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Comment: The solution. (Score 1) 926

by idbeholda (#44672197) Attached to: What's Causing the Rise In Obesity? Everything.
Stop overeating, learn to drop the fork. I used to weigh nearly 300lbs. I currently weigh 170 at 5'11". Glandular problems resulting in the levels of obesity that we're seeing is exceedingly rare. It is a factor, but not a statistically significant one. The most crucial factor in obesity is overeating, and a complete lack of self control, period. If you're not physically active, realistically, you only need about 15-1700 calories per day, average. If you happen to engage in a lot of physically demanding sports, 20-2500, tops. As for animal obesity, corporate farms cage their animals, or coop them in environments where regular physical activity is severely hampered, pump them full of hormones, and overfeed them with cheap, quasinutritional filler food. Realistically, if you want to lose weight, east less grains, more fruits and vegetables, and avoid darker meats if possible. Sugary drinks aren't actually that bad, as sugar is never stored in the fat cells, and instead transcribed into the bloodstream (glucose reabsorption/reuptake).

Comment: Placing my bets. (Score 1) 343

by idbeholda (#44169567) Attached to: Steve Ballmer Replaces Don Mattrick As Xbox One Chief
Getting rid of the DRM was a good move on MS's part. Period. Consumers generally do not want DRM. The mindset is that once you've purchased something in-market, it's yours. End of discussion. The debacle was a learning experience, and if they aren't willing to listen to their customers, then the shareholders will stop listening with their wallets. It's amazing how money works, isn't it?

With MS pulling plugs on financially unviable products, like WindowsXP, they realize that there will always be diehard fans of a particular operating system or product. At this point in time, anyone with a torrent client and a burner can get a fully cracked copy of XP, no serials needed, bloatware stripped from the OS, hacked to shreds to maximize system performance and reduce system overhead. Microsoft doesn't even sell XP anymore. I still use XP, but I also have linux installed. If XP somehow shits itself, I can manually fix it through linux with a hex editor. Yeah, I'm that moron. The only reason I haven't switched to 7/8 is because neither of them have given me a really compelling reason to switch.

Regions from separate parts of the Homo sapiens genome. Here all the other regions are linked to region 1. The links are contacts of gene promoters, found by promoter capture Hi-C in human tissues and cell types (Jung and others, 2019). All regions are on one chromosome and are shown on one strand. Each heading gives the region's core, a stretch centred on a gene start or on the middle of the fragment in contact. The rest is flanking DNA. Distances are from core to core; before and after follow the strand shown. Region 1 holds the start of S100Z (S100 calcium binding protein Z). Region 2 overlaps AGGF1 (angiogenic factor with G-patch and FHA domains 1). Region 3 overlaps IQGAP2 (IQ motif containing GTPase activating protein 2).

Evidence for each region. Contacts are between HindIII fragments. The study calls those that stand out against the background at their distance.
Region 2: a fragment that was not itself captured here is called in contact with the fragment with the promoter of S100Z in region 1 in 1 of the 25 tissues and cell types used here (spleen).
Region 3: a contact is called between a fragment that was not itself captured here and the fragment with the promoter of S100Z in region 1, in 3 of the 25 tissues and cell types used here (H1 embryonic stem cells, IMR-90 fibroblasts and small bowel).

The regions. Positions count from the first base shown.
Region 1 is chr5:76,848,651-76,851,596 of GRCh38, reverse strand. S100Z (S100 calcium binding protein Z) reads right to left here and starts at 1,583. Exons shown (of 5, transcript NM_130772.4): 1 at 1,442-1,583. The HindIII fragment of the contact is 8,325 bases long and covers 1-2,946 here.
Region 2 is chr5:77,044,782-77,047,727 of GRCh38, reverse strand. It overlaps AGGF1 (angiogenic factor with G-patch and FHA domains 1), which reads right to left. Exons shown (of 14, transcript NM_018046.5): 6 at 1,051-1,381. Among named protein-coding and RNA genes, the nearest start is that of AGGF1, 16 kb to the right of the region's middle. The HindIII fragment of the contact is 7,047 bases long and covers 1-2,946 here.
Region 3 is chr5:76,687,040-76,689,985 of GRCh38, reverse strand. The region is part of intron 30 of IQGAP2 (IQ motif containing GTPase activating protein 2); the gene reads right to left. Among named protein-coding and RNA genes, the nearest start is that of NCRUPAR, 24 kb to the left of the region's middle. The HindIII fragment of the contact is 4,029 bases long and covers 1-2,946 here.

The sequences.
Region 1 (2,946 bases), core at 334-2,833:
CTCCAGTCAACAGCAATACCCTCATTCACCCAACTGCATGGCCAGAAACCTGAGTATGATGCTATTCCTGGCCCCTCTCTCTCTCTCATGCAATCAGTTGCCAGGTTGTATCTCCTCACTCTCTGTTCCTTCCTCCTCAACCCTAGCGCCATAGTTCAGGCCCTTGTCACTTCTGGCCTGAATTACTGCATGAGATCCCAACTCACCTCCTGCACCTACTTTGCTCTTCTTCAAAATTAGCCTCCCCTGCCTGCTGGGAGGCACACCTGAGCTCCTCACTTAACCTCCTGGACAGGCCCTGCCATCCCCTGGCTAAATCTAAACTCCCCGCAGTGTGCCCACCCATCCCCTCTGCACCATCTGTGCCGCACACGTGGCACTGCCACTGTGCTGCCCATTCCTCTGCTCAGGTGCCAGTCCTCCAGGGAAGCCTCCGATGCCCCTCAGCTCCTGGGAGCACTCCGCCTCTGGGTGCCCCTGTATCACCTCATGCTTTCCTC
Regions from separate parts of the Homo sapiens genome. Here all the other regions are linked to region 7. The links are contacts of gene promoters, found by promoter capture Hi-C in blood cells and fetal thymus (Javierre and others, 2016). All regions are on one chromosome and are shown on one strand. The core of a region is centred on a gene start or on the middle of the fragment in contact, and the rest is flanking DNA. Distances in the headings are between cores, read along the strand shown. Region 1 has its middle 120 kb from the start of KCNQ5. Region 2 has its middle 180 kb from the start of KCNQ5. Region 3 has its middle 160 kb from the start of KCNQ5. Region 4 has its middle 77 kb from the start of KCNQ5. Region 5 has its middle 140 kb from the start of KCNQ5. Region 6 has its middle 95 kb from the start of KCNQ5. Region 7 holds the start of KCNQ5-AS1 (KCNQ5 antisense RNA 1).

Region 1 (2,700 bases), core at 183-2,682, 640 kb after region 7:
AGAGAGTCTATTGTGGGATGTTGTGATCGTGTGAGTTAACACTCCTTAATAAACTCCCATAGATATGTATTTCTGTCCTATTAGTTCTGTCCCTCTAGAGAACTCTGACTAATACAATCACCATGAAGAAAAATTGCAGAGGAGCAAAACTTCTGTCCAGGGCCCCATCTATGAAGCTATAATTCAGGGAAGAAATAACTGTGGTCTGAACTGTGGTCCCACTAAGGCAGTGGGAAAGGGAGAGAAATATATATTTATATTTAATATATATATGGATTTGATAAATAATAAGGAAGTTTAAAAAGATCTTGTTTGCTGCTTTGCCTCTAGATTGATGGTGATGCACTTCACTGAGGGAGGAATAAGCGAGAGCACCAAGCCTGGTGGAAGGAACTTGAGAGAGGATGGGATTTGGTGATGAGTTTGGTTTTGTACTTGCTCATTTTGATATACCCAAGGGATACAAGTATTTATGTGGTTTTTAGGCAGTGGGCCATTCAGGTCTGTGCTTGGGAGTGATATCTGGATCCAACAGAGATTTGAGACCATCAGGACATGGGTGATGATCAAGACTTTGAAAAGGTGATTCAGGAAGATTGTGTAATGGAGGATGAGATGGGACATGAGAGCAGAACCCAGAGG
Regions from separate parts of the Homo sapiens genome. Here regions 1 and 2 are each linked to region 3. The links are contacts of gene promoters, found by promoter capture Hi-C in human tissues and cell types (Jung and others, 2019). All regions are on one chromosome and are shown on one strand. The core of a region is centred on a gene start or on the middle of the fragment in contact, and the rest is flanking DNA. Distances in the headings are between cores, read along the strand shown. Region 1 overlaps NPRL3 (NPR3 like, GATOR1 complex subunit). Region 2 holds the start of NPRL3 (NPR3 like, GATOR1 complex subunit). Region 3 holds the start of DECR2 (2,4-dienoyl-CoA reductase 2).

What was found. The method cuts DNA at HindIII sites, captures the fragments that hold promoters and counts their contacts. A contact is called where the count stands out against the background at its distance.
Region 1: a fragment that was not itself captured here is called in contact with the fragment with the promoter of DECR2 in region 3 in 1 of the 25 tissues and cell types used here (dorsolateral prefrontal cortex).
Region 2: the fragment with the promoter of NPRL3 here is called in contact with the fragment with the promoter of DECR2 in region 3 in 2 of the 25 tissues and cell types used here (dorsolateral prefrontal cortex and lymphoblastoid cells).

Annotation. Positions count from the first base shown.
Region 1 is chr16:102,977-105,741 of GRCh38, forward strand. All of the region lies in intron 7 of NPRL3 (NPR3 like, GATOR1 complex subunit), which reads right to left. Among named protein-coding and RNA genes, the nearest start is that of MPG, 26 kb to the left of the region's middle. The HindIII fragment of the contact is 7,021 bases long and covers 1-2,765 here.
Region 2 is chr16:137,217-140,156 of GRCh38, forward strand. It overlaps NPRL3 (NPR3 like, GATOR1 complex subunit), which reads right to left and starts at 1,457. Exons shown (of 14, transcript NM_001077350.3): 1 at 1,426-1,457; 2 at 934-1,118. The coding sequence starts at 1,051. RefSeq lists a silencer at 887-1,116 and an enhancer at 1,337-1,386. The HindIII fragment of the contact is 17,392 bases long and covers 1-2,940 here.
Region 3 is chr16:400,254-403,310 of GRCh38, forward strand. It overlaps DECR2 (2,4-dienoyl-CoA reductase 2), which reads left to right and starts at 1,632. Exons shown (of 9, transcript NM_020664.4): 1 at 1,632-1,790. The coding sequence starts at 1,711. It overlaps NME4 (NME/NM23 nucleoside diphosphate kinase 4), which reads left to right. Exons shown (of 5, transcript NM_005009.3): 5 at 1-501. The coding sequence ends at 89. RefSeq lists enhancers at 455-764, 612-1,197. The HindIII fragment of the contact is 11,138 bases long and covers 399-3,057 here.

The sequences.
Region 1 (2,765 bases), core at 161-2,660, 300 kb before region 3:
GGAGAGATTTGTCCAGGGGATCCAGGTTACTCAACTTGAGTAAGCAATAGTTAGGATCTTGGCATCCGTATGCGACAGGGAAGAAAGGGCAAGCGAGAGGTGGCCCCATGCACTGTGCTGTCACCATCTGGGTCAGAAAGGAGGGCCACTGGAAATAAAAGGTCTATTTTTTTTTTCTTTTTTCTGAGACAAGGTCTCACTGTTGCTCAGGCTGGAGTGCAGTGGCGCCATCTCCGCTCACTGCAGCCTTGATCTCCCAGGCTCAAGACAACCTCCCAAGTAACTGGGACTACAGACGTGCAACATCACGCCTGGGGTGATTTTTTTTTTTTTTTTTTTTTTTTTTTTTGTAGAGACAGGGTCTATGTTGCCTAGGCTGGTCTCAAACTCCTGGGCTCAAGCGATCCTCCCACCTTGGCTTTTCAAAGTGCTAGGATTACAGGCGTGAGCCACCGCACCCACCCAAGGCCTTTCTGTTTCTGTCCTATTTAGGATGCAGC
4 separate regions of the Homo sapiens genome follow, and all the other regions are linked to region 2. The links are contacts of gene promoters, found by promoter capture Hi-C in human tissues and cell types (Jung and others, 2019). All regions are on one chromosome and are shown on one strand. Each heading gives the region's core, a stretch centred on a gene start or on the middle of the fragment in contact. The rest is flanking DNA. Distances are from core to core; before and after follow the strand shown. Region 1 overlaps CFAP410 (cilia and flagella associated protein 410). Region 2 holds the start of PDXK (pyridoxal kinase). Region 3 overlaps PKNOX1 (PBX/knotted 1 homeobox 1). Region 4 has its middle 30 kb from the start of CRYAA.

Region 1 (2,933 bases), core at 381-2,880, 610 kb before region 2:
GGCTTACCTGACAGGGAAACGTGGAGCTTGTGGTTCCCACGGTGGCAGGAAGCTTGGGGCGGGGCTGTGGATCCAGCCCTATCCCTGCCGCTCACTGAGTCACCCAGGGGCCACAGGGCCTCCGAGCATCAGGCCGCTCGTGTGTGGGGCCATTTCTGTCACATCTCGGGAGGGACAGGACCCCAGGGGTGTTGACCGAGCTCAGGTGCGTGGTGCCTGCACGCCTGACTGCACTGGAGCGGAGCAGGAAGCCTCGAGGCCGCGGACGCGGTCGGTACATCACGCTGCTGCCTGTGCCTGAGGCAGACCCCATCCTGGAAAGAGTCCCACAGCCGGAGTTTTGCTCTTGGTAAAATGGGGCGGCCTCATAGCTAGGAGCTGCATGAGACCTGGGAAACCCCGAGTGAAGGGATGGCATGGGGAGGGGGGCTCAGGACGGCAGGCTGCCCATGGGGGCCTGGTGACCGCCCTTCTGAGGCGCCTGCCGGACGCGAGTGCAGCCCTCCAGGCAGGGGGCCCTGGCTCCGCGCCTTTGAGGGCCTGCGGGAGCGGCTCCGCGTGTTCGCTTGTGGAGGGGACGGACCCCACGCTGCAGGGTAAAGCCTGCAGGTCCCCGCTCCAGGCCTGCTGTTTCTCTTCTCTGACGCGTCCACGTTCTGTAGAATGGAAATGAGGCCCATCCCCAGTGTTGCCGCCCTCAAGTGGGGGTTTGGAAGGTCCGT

What's going to happen most likely, is that each division will be renamed in reflection of a particular market niche, and each new division will focus solely on the hardware of that product. With many of its services is the cloud, Windows 8+ will become the new unified environment for each platform. It won't matter which platform you use, you can still access all of your data from each different device.
User Journal

Journal: TTLivescan Update/Explanation

Journal by idbeholda

Going to make this post in several different places, so here goes.

In addition to a massive database update (~200MB of new whitelist/blacklist definitions), I've decided to make TTLivescan+ donationware, which is basically the full version of TT Livescan with a few extras thrown in. There are several reasons for doing this.